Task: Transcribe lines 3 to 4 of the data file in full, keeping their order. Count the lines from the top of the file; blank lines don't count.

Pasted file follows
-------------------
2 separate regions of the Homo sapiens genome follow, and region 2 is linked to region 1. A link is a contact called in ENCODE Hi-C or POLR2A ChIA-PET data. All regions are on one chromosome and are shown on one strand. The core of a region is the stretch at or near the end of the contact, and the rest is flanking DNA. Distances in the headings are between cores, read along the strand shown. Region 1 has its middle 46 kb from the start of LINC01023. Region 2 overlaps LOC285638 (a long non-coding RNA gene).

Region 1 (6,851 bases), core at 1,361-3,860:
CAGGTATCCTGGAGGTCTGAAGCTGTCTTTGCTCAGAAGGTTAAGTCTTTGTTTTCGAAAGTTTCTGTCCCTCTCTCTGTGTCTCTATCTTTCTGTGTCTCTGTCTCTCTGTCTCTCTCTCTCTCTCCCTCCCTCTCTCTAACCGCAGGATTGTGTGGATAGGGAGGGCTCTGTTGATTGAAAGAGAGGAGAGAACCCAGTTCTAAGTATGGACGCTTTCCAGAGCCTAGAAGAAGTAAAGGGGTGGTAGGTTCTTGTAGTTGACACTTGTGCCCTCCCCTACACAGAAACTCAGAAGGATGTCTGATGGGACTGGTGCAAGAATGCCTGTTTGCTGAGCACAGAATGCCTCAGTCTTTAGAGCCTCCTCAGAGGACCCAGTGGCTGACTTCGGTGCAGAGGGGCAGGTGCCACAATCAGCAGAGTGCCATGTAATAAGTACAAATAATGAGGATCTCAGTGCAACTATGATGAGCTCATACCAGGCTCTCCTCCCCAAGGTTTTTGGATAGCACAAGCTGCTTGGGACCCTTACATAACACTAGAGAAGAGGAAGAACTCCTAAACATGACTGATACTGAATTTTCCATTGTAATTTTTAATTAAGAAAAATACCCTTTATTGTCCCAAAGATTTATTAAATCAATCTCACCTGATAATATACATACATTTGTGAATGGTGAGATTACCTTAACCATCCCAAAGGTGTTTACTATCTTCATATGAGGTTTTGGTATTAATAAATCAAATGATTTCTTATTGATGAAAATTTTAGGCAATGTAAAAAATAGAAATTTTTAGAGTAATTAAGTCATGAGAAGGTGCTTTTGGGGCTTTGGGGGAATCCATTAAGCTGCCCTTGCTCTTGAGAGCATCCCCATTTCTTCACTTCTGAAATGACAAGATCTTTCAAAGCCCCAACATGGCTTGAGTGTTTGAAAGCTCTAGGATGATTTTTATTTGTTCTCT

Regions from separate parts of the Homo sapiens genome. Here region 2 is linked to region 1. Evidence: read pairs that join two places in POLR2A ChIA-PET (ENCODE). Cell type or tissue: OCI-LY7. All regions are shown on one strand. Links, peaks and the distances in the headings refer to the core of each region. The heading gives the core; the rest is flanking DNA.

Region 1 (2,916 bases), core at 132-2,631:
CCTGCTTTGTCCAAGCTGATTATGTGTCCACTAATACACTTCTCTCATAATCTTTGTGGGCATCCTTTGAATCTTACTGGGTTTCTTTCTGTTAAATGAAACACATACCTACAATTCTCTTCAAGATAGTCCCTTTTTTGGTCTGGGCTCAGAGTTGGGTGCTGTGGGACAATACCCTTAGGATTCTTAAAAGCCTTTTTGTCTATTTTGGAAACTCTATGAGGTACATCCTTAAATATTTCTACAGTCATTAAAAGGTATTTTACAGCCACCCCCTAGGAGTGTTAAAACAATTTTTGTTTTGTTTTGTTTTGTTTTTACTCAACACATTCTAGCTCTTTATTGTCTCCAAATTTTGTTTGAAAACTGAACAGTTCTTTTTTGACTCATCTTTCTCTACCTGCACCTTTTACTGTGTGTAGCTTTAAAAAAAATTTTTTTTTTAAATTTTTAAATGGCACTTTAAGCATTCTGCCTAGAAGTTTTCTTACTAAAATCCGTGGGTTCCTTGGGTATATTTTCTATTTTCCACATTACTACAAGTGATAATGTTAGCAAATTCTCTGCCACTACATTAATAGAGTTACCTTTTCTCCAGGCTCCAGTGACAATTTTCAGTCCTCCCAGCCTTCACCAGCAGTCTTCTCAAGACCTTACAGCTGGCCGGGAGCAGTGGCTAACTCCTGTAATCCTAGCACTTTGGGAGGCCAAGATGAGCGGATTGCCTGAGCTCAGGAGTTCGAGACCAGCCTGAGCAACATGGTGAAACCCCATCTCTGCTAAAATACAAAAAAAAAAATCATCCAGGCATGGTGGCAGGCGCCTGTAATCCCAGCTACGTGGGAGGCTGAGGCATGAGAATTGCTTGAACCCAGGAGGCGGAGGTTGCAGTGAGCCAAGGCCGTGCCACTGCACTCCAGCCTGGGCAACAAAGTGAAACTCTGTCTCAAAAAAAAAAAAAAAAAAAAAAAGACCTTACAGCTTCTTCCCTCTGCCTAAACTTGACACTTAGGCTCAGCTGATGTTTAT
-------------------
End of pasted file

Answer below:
CAGGTATCCTGGAGGTCTGAAGCTGTCTTTGCTCAGAAGGTTAAGTCTTTGTTTTCGAAAGTTTCTGTCCCTCTCTCTGTGTCTCTATCTTTCTGTGTCTCTGTCTCTCTGTCTCTCTCTCTCTCTCCCTCCCTCTCTCTAACCGCAGGATTGTGTGGATAGGGAGGGCTCTGTTGATTGAAAGAGAGGAGAGAACCCAGTTCTAAGTATGGACGCTTTCCAGAGCCTAGAAGAAGTAAAGGGGTGGTAGGTTCTTGTAGTTGACACTTGTGCCCTCCCCTACACAGAAACTCAGAAGGATGTCTGATGGGACTGGTGCAAGAATGCCTGTTTGCTGAGCACAGAATGCCTCAGTCTTTAGAGCCTCCTCAGAGGACCCAGTGGCTGACTTCGGTGCAGAGGGGCAGGTGCCACAATCAGCAGAGTGCCATGTAATAAGTACAAATAATGAGGATCTCAGTGCAACTATGATGAGCTCATACCAGGCTCTCCTCCCCAAGGTTTTTGGATAGCACAAGCTGCTTGGGACCCTTACATAACACTAGAGAAGAGGAAGAACTCCTAAACATGACTGATACTGAATTTTCCATTGTAATTTTTAATTAAGAAAAATACCCTTTATTGTCCCAAAGATTTATTAAATCAATCTCACCTGATAATATACATACATTTGTGAATGGTGAGATTACCTTAACCATCCCAAAGGTGTTTACTATCTTCATATGAGGTTTTGGTATTAATAAATCAAATGATTTCTTATTGATGAAAATTTTAGGCAATGTAAAAAATAGAAATTTTTAGAGTAATTAAGTCATGAGAAGGTGCTTTTGGGGCTTTGGGGGAATCCATTAAGCTGCCCTTGCTCTTGAGAGCATCCCCATTTCTTCACTTCTGAAATGACAAGATCTTTCAAAGCCCCAACATGGCTTGAGTGTTTGAAAGCTCTAGGATGATTTTTATTTGTTCTCT

Regions from separate parts of the Homo sapiens genome. Here region 2 is linked to region 1. Evidence: read pairs that join two places in POLR2A ChIA-PET (ENCODE). Cell type or tissue: OCI-LY7. All regions are shown on one strand. Links, peaks and the distances in the headings refer to the core of each region. The heading gives the core; the rest is flanking DNA.